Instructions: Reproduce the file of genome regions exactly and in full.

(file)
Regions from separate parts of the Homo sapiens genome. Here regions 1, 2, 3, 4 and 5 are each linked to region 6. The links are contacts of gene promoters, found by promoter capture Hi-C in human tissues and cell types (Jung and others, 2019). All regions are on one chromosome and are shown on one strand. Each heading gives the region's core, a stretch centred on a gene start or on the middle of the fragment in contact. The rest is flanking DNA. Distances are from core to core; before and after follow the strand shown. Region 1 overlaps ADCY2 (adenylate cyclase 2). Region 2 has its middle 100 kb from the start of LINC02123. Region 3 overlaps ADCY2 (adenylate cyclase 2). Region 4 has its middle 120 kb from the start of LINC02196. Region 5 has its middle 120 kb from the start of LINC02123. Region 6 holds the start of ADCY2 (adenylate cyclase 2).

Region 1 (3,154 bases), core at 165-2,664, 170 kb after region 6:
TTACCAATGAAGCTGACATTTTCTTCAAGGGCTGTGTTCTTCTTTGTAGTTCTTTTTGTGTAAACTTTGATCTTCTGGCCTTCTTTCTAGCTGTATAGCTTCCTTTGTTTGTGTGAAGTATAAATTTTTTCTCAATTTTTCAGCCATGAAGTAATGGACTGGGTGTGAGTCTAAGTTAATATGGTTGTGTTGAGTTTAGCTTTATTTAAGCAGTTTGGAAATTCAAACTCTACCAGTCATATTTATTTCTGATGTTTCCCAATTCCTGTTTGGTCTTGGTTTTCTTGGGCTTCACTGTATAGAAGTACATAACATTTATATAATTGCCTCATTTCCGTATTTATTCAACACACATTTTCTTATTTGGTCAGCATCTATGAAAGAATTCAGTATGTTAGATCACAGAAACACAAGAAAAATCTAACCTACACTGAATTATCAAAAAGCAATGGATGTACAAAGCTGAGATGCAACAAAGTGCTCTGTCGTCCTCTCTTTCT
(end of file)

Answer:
Regions from separate parts of the Homo sapiens genome. Here regions 1, 2, 3, 4 and 5 are each linked to region 6. The links are contacts of gene promoters, found by promoter capture Hi-C in human tissues and cell types (Jung and others, 2019). All regions are on one chromosome and are shown on one strand. Each heading gives the region's core, a stretch centred on a gene start or on the middle of the fragment in contact. The rest is flanking DNA. Distances are from core to core; before and after follow the strand shown. Region 1 overlaps ADCY2 (adenylate cyclase 2). Region 2 has its middle 100 kb from the start of LINC02123. Region 3 overlaps ADCY2 (adenylate cyclase 2). Region 4 has its middle 120 kb from the start of LINC02196. Region 5 has its middle 120 kb from the start of LINC02123. Region 6 holds the start of ADCY2 (adenylate cyclase 2).

Region 1 (3,154 bases), core at 165-2,664, 170 kb after region 6:
TTACCAATGAAGCTGACATTTTCTTCAAGGGCTGTGTTCTTCTTTGTAGTTCTTTTTGTGTAAACTTTGATCTTCTGGCCTTCTTTCTAGCTGTATAGCTTCCTTTGTTTGTGTGAAGTATAAATTTTTTCTCAATTTTTCAGCCATGAAGTAATGGACTGGGTGTGAGTCTAAGTTAATATGGTTGTGTTGAGTTTAGCTTTATTTAAGCAGTTTGGAAATTCAAACTCTACCAGTCATATTTATTTCTGATGTTTCCCAATTCCTGTTTGGTCTTGGTTTTCTTGGGCTTCACTGTATAGAAGTACATAACATTTATATAATTGCCTCATTTCCGTATTTATTCAACACACATTTTCTTATTTGGTCAGCATCTATGAAAGAATTCAGTATGTTAGATCACAGAAACACAAGAAAAATCTAACCTACACTGAATTATCAAAAAGCAATGGATGTACAAAGCTGAGATGCAACAAAGTGCTCTGTCGTCCTCTCTTTCT